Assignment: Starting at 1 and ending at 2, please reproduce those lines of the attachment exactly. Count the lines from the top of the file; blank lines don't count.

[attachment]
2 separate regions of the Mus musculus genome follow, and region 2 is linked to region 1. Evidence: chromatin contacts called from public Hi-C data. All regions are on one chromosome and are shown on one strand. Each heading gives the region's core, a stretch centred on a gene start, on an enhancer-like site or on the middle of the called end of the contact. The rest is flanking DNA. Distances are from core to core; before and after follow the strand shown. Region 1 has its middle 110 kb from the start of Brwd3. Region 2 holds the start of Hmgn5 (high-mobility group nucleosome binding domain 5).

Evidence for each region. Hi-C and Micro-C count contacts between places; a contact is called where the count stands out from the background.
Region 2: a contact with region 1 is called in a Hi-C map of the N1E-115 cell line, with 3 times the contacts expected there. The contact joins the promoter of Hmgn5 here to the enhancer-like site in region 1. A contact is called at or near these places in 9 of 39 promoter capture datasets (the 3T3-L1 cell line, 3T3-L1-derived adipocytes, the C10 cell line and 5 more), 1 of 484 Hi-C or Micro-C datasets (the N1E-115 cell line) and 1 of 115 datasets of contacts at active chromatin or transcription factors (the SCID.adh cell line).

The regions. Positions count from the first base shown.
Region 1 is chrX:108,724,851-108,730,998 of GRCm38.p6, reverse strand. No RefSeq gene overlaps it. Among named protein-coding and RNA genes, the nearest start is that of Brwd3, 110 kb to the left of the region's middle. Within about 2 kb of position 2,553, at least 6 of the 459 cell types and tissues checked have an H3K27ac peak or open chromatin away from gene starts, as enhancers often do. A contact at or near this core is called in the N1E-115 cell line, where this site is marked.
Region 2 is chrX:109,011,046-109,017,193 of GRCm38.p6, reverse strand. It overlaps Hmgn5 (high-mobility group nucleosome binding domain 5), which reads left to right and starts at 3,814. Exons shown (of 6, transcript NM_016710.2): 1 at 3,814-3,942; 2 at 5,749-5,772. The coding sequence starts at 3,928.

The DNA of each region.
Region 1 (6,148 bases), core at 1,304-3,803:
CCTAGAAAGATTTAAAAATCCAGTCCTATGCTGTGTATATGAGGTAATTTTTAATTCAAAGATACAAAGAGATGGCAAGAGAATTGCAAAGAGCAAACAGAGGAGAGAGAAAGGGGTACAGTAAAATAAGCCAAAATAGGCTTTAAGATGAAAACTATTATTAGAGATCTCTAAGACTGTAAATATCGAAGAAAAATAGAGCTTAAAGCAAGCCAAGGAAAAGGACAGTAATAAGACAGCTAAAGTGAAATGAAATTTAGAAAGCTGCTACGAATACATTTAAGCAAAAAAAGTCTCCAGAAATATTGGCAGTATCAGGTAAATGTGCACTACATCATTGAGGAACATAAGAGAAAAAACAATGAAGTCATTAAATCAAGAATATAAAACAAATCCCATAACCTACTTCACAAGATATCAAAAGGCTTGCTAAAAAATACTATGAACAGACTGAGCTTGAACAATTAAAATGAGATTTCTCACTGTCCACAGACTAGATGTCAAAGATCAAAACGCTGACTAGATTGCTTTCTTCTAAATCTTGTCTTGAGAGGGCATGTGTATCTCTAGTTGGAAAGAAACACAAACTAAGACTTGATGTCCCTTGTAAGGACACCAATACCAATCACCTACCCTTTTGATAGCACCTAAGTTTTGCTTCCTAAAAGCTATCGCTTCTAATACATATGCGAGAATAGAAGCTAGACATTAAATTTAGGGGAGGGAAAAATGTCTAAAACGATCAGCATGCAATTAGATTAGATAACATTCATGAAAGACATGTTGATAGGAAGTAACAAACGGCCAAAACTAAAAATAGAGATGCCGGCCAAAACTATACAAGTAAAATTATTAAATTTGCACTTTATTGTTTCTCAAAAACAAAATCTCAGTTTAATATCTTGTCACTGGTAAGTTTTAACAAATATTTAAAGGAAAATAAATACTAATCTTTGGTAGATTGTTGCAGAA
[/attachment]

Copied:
2 separate regions of the Mus musculus genome follow, and region 2 is linked to region 1. Evidence: chromatin contacts called from public Hi-C data. All regions are on one chromosome and are shown on one strand. Each heading gives the region's core, a stretch centred on a gene start, on an enhancer-like site or on the middle of the called end of the contact. The rest is flanking DNA. Distances are from core to core; before and after follow the strand shown. Region 1 has its middle 110 kb from the start of Brwd3. Region 2 holds the start of Hmgn5 (high-mobility group nucleosome binding domain 5).

Evidence for each region. Hi-C and Micro-C count contacts between places; a contact is called where the count stands out from the background.